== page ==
Land Acknowledgement

Land acknowledgements are acts of Reconciliation, and a way for Canadians to recognize the ongoing injustices and resilience of Indigenous peoples across Canada. 

In the land acknowledgement, we acknowledge the land and the waters, the nations of people who are the stewards of these lands. Land acknowledgements also play an important role in treaty education as the treaties are the foundation to the relationship between Canada and First Nations. 

These acknowledgements are also a reminder of the responsibility we all have to educate ourselves and address, acknowledge, and repair these injustices.

An important aspect of land acknowledgements is to consider actionable steps towards reconciliation with Indigenous peoples. 

We encourage you to learn more about the nations, the land, and the communities in the areas where you live. It is important to understand the impacts of colonization and work together to address these impacts collaboratively with Indigenous peoples. 

Arthritis and Indigenous Communities

While epidemiological data on the burden of arthritis in Indigenous populations in Canada are limited, arthritis has been found to be more common in First Nations and Métis adults relative to the prevalence among non-Indigenous adults. The Public Health Agency of Canada’s Key Health Inequalities in Canada: A National Portrait (2018) reported the prevalence of arthritis among First Nations people living off reserve (26.0%), First Nations people living on reserve (25.2%), Métis people (25.8%), Inuit (21.1%), and non-Indigenous people (16.6%) living in Canada.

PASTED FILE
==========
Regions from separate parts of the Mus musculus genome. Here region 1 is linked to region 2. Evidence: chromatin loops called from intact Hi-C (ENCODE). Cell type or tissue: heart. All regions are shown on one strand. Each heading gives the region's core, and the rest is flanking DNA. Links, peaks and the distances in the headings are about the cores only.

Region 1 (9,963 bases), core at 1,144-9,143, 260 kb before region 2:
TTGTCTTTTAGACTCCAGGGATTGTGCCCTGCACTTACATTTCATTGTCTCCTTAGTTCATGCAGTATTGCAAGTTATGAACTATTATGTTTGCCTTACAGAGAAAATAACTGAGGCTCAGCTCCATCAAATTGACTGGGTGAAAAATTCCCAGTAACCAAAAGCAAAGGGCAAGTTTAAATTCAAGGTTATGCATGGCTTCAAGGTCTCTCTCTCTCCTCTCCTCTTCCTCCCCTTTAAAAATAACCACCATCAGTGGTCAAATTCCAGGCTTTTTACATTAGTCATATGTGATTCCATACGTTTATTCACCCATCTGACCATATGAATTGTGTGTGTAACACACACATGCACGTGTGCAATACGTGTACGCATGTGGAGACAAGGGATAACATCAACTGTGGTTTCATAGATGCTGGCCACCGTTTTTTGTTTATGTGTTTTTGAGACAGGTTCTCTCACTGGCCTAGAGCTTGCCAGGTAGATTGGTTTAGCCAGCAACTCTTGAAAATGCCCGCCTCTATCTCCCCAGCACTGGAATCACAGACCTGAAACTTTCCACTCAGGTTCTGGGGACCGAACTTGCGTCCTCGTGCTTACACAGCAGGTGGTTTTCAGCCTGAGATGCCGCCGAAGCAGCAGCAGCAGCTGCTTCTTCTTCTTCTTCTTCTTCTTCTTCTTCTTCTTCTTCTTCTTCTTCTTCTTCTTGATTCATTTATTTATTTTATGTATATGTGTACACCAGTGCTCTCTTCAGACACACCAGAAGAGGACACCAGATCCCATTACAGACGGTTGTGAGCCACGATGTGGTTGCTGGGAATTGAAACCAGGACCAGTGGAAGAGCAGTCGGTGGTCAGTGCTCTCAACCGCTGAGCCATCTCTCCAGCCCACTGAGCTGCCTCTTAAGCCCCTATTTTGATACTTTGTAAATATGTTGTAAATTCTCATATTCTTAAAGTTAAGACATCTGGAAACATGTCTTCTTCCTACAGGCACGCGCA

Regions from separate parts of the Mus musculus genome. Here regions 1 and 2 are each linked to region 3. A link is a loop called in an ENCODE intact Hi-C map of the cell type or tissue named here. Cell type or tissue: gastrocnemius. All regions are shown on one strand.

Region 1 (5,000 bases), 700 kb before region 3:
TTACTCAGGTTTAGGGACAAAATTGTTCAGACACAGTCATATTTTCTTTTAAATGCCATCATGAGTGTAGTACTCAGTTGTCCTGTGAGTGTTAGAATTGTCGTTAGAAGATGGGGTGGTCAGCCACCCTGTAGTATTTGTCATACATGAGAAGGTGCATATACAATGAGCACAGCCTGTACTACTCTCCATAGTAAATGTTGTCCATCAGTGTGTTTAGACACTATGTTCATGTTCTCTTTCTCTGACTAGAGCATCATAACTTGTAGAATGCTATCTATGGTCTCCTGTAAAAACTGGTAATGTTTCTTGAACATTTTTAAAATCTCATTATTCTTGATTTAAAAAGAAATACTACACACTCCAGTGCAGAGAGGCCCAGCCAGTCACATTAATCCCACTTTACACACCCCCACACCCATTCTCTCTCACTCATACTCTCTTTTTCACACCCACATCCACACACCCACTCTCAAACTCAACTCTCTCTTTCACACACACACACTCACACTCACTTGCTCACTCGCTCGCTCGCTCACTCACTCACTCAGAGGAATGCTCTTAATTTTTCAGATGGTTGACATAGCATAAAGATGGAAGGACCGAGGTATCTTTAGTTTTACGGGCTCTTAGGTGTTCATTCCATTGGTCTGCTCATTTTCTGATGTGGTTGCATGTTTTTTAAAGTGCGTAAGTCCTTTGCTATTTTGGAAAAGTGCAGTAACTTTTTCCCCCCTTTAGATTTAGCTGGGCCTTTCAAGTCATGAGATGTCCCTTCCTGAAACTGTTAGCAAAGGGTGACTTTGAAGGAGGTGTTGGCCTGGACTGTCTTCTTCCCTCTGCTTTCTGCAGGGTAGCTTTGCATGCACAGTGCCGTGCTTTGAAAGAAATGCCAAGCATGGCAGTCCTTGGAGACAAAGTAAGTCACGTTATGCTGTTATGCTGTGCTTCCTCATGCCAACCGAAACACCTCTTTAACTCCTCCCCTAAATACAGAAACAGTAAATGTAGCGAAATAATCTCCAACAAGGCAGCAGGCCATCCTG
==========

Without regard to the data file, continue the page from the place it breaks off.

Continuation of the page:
A literature review conducted by Arthritis Society Canada also identified common barriers that Indigenous people face when accessing healthcare, including financial, geographic, social, and political issues. Key barriers highlighted include limitations in healthcare infrastructure, lack of quality of care, social discrimination and cultural obstacles, and more.

Pronunciation Guide:

  • Mississaugas (mis-sus-SOG-guz)
  • Anishinaabeg (ah-nish-in-NAW-beg)
  • Chippewa (CHIP-uh-waa)
  • Haudenosaunee (HOE-den-no-SHOW-nee)
  • Wendat (wen-dat)
  • Métis (MAY-tee)
  • Inuit (IN-ooh-eet)

Source: The Arthritis Society